Glass Cast
    (Catie Newell and Wes McGee)


    Glass Cast is a series of research trajectories that manipulate this ubiquitous and fragile material through the investigation of two methods of working; hot glass blowing and warm glass slumping.  The design process and its tools, including custom manual forming tools and a reconfigurable slumping kiln, are as significant to the work as the resultant glass components, Diffuse Globes and Distort Windows.  Casting techniques and the limited range of material available to work at the high temperatures necessary to form glass are the basis of the research.  Such tools construct environments to control the thermal performance through time-based processes, choreographing the work and physical mediations.


    Ruralopolitan Maneuvers: House 50
    (Mary-Ann Ray and Robert Mangurian)


    Today, one in every ten people in the world lives in a rural Chinese village, the most endangered human habitat on the face of the earth.  Architecture has largely focused on, and been fascinated by the city and urbanism.  This project turns its attention toward the rural village and is part of a larger project that looks at what we call “Ruralopolitan Space” – a space that is neither purely urban nor rural, but is a new hybrid and continuum between the two.  Preservation: yes and no; bringing the rural village into the 21st century socially, economically and architecturally: yes.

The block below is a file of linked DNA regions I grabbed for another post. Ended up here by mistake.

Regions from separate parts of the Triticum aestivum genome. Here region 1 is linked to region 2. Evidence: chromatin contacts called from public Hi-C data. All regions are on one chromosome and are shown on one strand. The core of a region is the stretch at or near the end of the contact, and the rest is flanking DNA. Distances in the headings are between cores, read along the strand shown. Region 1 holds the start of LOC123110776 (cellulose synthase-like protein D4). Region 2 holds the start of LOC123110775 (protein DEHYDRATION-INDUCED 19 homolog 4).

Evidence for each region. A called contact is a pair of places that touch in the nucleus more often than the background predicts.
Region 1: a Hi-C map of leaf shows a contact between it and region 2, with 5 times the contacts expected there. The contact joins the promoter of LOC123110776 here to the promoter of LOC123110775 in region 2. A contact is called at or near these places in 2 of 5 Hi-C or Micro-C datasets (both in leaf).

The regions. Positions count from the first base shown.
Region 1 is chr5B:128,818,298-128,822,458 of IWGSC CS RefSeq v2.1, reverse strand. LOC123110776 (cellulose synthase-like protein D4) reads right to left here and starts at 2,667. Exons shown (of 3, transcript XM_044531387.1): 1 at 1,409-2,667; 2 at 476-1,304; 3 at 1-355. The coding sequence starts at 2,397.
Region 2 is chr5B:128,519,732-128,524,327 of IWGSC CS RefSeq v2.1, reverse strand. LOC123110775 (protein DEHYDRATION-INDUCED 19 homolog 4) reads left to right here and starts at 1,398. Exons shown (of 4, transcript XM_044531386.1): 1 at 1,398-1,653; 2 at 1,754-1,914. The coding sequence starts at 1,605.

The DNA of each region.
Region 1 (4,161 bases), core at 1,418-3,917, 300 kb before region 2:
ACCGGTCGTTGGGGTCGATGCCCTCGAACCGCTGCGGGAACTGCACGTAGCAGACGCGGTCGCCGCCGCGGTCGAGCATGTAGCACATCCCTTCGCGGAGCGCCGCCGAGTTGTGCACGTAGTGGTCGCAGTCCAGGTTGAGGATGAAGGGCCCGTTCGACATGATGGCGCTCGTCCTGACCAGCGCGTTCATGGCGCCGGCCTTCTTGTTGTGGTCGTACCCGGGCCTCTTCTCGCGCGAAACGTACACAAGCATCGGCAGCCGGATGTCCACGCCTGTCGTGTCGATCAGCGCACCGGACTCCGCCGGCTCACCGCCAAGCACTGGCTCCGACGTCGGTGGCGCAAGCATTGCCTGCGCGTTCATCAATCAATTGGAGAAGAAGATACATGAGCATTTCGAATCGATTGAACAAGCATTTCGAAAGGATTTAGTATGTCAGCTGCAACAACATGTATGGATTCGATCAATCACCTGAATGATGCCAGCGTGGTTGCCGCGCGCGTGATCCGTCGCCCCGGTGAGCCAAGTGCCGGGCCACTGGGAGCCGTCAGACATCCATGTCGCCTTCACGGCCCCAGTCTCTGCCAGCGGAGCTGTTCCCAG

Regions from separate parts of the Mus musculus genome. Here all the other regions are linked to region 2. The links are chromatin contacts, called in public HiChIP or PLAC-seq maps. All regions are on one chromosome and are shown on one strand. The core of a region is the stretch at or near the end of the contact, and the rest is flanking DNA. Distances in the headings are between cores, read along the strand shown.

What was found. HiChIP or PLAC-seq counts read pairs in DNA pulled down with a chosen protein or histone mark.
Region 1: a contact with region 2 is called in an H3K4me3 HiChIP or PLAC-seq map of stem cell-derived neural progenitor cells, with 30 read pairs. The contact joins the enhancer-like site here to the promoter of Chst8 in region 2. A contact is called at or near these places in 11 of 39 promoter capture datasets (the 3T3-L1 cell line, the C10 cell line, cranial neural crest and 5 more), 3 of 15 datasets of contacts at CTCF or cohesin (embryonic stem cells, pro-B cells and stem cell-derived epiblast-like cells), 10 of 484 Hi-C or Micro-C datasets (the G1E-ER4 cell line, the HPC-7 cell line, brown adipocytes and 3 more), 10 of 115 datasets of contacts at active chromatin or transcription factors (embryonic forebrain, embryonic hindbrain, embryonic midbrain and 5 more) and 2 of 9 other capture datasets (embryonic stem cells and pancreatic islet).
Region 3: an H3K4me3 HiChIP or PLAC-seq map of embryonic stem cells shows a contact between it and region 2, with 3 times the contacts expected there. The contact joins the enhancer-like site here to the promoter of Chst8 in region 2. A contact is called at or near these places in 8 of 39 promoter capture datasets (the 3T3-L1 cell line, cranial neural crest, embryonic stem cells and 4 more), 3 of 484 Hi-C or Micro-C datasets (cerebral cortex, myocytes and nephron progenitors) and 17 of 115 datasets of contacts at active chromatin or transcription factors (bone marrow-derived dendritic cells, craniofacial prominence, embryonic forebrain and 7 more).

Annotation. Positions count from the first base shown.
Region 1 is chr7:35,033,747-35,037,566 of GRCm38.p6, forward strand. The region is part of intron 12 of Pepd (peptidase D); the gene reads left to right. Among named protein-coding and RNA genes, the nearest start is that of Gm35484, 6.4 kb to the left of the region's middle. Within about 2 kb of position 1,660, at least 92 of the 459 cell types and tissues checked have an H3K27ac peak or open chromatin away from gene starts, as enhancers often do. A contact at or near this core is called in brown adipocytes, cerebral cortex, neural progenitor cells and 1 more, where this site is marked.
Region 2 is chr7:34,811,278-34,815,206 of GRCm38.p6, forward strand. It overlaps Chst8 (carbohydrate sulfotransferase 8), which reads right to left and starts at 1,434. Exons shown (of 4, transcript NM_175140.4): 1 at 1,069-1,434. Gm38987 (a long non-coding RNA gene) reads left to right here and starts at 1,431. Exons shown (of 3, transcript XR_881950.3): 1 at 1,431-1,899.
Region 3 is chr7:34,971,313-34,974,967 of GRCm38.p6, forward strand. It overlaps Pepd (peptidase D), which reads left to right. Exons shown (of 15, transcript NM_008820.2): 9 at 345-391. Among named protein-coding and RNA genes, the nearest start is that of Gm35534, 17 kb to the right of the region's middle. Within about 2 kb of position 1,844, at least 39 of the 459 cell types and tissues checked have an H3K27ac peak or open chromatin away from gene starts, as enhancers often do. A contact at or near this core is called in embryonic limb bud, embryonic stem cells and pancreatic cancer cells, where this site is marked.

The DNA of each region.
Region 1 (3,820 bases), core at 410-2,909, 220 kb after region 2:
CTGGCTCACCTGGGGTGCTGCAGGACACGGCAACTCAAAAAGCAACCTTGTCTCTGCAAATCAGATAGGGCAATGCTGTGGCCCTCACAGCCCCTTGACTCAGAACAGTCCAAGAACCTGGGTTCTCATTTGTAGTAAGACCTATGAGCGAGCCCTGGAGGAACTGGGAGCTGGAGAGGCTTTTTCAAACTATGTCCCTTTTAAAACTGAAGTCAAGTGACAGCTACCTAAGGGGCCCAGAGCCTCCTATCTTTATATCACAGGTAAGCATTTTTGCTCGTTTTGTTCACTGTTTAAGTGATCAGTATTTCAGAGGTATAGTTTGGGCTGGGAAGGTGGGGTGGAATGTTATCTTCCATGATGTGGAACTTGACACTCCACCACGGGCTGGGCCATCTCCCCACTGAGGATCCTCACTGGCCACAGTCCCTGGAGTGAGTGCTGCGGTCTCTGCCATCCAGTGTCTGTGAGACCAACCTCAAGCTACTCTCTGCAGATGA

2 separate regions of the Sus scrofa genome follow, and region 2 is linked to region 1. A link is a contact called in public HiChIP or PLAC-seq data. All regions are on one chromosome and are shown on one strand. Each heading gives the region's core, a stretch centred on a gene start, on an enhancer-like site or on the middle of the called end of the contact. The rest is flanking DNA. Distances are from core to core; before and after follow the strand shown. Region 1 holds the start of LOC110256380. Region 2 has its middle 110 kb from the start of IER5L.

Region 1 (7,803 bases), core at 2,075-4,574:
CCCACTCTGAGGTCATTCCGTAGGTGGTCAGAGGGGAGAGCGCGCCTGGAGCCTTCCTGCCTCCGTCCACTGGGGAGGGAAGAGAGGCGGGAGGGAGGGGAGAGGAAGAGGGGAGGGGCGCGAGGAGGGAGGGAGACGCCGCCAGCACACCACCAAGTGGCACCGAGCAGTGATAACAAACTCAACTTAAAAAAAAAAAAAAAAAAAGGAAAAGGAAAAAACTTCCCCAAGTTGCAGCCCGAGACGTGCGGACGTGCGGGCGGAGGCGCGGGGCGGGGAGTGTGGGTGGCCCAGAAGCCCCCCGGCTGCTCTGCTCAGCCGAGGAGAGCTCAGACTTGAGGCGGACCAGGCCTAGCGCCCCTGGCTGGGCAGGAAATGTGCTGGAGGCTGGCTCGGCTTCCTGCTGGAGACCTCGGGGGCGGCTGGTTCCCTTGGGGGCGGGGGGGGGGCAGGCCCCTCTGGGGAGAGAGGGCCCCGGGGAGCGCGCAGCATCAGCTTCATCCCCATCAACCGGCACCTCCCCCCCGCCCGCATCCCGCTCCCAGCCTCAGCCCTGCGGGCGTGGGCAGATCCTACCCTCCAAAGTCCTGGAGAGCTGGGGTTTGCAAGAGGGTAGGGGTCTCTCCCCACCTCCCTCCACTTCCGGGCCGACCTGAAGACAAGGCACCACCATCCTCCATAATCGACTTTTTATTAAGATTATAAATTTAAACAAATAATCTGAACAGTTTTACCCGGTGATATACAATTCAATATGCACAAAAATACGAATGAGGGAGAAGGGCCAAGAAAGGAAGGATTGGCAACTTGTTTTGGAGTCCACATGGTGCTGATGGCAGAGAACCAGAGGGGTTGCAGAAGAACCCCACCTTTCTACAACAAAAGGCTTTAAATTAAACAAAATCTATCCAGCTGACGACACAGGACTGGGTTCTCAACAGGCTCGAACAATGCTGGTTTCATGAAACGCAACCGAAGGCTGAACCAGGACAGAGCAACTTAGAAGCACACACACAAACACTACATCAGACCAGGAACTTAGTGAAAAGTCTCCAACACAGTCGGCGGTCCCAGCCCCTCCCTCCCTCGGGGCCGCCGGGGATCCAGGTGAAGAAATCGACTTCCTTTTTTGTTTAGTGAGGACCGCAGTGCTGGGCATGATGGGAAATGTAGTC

For Research Through Making, we focused on the making of several intimate pieces at the scale of the house as well as on one village/township scaled infrastructure.  Each project needed to be acutely aware of cost and availability of materials close at hand as it is operating in an environment in which the average yearly household income is $560 USD.





    • Very interesting work, especially the Morphfaux plaster - do you have any images of the backside?

      Jan 23, 12 3:18 pm

      Donna, thanks for the interest...there should be more images coming soon, for now you might want to check out the Taubman College flickr page... ... here you can find many more (and much better quality) images from the gallery opening

      Jan 27, 12 1:04 pm

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About this Blog

I am a graduate student and an entrepreneur at the University of Michigan Taubman College where my studies are focused on leveraging design ideas across multiple scales and platforms. Meeting at the intersection between design, tectonics and fabrication, I am continually exploring how a design idea can navigate complex material and production systems and evolve into fully realized architectural artifacts.